Also known as the Chinese date, the jujube (Ziziphus jujuba, Z. vulgaris) which is green and bitter when it is unripe, but as it matures, it changes colour and shrinks, eventually looking like a small sweet date. The jujube tree is native to central Asia, and the fruit was already collected there for food as early as 6000 BCE. The tree later spread to the Mediterranean, where it was cultivated by the 1st century BCE. It was introduced to the Romans from Northern Africa. It is related to the lotus (Ziziphus lotus) associated with the story of the ‘Lotus Eaters’ (lotophagi) in Homer’s Odyssey.
Another species in the same genus is the so-called Christ’s thorn jujube (Ziziphus spina-christi) since it was thought that Jesus’ crown of thorns was made from the tree. Known in Arabic as sidr (سدر) or nabaq (نبق), this variety is native to parts of Africa and Western Asia and was already known to the Ancient Egyptians, who used its fruits and leaves for medical purposes. It is also mentioned in the Qur’an where it refers to the ‘lote tree’, most notably the sidrat al-muntahā (سدرة المنتهى, ‘the lote tree of the furthest boundary’), which marks one extreme of the heavenly abode. It also grows in the Arabian Gulf, particularly in Oman and Qatar, where it survives in the harsh conditions because of its hardiness and ability to draw water deep underground,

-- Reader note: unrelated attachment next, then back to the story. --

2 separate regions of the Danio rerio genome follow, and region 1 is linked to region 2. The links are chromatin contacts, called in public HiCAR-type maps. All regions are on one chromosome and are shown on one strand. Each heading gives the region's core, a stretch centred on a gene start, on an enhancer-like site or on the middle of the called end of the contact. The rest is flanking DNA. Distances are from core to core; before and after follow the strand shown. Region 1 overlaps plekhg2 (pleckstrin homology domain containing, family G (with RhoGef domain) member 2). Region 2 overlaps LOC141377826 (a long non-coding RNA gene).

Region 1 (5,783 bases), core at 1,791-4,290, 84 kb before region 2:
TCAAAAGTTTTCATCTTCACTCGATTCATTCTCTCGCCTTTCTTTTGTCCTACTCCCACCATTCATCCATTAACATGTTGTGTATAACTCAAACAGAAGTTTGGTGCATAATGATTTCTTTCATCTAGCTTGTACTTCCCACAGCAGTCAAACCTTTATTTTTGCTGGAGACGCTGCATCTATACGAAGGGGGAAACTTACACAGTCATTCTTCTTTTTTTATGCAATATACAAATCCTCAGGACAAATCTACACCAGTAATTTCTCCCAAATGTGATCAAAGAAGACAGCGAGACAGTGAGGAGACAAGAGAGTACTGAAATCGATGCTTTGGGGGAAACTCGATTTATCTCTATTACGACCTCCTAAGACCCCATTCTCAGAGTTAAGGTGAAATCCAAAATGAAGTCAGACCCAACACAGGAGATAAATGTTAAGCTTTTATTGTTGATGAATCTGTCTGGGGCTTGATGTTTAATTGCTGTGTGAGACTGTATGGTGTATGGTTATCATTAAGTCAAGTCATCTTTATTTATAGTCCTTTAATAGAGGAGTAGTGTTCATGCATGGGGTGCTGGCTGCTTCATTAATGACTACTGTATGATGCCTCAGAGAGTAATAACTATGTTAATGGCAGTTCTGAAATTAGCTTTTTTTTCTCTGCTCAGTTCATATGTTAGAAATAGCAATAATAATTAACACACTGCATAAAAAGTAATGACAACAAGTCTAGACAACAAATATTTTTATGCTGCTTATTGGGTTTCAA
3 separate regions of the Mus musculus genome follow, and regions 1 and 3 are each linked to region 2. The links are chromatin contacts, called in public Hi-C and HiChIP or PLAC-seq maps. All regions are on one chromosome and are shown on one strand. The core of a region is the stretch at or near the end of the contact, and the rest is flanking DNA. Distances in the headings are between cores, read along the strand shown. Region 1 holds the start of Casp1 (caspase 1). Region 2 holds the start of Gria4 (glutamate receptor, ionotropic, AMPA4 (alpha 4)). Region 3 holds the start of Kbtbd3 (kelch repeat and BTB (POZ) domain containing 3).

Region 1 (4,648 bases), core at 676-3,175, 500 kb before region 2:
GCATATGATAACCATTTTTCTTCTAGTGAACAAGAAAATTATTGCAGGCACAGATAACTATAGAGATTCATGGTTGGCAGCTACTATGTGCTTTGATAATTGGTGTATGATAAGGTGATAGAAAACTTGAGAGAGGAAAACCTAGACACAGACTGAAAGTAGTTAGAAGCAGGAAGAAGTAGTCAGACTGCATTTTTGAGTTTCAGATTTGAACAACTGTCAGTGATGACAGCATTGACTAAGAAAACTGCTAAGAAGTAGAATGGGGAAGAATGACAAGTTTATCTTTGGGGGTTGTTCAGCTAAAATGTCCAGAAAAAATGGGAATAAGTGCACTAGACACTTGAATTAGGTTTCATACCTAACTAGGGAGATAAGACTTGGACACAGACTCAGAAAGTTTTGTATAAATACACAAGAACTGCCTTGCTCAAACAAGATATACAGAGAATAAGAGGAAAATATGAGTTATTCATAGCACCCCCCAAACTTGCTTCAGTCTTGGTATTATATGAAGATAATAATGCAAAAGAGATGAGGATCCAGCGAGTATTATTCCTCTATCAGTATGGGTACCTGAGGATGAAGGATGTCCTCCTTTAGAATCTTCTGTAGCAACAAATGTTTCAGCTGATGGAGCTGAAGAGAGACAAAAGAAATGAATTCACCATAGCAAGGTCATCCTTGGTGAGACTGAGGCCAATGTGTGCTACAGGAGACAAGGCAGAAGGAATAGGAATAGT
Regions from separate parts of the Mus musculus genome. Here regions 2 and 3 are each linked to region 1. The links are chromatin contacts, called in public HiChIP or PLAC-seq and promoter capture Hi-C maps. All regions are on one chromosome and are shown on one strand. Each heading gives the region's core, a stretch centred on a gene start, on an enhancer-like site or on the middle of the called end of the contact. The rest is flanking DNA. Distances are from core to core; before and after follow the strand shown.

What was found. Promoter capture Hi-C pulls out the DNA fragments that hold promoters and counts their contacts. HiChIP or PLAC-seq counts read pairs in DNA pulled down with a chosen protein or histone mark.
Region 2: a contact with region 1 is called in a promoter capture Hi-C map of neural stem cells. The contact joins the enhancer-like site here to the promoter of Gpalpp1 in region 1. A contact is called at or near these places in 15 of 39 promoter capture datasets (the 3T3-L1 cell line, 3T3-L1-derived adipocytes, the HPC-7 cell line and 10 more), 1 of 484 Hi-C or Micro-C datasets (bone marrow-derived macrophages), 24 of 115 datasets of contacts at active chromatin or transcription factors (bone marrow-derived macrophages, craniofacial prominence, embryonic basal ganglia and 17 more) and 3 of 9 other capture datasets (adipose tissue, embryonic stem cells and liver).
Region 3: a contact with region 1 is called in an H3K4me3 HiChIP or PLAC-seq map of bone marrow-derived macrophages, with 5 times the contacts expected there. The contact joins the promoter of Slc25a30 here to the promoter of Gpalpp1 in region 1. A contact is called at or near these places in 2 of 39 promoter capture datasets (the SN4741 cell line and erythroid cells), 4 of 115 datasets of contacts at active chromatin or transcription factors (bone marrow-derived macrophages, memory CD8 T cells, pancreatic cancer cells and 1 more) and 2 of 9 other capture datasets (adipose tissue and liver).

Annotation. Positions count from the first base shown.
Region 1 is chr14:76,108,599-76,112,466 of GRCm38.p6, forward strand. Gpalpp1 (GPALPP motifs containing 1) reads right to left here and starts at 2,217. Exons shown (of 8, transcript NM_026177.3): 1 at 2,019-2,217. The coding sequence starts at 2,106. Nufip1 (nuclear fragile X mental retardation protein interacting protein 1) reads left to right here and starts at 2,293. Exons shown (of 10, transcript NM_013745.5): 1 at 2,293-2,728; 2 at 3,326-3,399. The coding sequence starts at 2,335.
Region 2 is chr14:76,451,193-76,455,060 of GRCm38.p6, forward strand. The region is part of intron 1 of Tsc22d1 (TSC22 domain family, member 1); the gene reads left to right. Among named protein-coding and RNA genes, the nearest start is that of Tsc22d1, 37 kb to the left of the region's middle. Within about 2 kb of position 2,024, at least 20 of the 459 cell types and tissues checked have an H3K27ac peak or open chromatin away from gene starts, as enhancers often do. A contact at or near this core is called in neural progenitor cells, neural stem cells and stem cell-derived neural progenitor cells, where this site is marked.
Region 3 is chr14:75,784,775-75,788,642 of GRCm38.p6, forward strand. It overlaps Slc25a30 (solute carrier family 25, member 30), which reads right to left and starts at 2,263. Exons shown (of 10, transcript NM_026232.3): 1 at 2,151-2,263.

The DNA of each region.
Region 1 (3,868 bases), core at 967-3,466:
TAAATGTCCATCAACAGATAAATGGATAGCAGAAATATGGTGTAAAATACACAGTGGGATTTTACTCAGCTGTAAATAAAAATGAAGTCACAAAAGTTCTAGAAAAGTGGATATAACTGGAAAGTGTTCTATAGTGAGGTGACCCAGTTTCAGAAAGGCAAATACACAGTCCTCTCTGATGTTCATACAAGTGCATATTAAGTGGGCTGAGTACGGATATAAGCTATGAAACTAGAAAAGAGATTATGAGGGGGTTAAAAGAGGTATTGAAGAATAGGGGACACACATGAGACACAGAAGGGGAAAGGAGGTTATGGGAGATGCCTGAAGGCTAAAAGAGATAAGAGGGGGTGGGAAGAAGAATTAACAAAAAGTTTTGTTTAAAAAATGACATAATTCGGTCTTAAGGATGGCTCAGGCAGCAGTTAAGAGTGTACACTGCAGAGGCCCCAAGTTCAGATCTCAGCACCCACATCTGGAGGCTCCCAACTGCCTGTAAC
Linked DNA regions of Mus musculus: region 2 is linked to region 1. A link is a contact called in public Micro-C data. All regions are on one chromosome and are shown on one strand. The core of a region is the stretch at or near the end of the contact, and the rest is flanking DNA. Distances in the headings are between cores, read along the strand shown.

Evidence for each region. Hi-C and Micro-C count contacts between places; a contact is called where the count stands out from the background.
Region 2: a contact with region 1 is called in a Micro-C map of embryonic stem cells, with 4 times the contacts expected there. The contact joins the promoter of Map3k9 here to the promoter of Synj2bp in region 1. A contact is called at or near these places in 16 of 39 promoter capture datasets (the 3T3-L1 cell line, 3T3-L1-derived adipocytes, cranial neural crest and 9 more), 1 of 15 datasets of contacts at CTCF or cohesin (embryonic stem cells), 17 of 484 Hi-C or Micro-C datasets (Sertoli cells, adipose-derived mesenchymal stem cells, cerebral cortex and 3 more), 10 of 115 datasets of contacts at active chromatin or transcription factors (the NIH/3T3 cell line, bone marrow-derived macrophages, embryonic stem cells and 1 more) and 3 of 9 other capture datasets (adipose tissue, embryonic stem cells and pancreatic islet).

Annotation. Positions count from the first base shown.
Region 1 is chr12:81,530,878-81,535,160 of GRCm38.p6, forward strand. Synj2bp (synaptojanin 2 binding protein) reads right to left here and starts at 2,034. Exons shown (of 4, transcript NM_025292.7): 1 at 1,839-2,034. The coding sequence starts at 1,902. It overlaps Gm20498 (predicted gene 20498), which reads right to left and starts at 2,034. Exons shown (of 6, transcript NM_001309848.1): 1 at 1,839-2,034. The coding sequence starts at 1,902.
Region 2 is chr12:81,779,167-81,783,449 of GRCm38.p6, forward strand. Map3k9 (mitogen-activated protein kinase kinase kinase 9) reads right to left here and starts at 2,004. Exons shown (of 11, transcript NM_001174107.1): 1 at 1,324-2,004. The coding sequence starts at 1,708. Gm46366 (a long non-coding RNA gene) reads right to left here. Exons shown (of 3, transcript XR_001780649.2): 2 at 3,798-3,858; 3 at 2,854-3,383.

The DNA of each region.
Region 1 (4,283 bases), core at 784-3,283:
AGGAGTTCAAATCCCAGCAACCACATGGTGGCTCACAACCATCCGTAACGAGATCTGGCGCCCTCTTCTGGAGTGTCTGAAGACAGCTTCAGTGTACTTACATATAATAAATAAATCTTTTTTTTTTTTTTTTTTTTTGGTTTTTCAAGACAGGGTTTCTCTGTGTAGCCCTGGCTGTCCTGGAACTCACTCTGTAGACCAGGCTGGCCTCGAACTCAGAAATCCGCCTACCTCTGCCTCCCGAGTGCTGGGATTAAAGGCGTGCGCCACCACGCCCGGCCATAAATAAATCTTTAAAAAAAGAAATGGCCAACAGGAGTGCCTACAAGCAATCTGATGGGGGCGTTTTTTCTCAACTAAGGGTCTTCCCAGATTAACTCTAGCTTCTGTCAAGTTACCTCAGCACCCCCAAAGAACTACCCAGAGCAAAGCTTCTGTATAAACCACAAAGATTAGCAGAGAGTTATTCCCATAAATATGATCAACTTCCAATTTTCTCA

The jujube was used in Persian as well as in medieval Arab cooking, often in conjunction with almonds and raisins. Jujubes from Gorgan (Iran) were said to be the best, but it was also reported to be grown in Greater Syria. The fruit is mostly associated with Egyptian cuisine, where it was called for in a variety of dishes, such as the ‘Nubian Lady‘ or the local twist on the Abbasid classic ‘sikbaj‘. It was also eaten fresh or dried, whereas the wood of the tree was used in carpentry.
Medically, jujubes were said to be astringent and beneficial for the blood and lungs. When the juice is cooked, it is useful against hotness in the stomach, and coarseness in the chest. However, it engenders phlegm and slows down digestion. According to the physician Ibn Butlan (11th c.) jujube also cause constipation and have very little nutritional value, but are useful as an emmenagogue. However, he generally advised against eating the fruit, particularly for older people.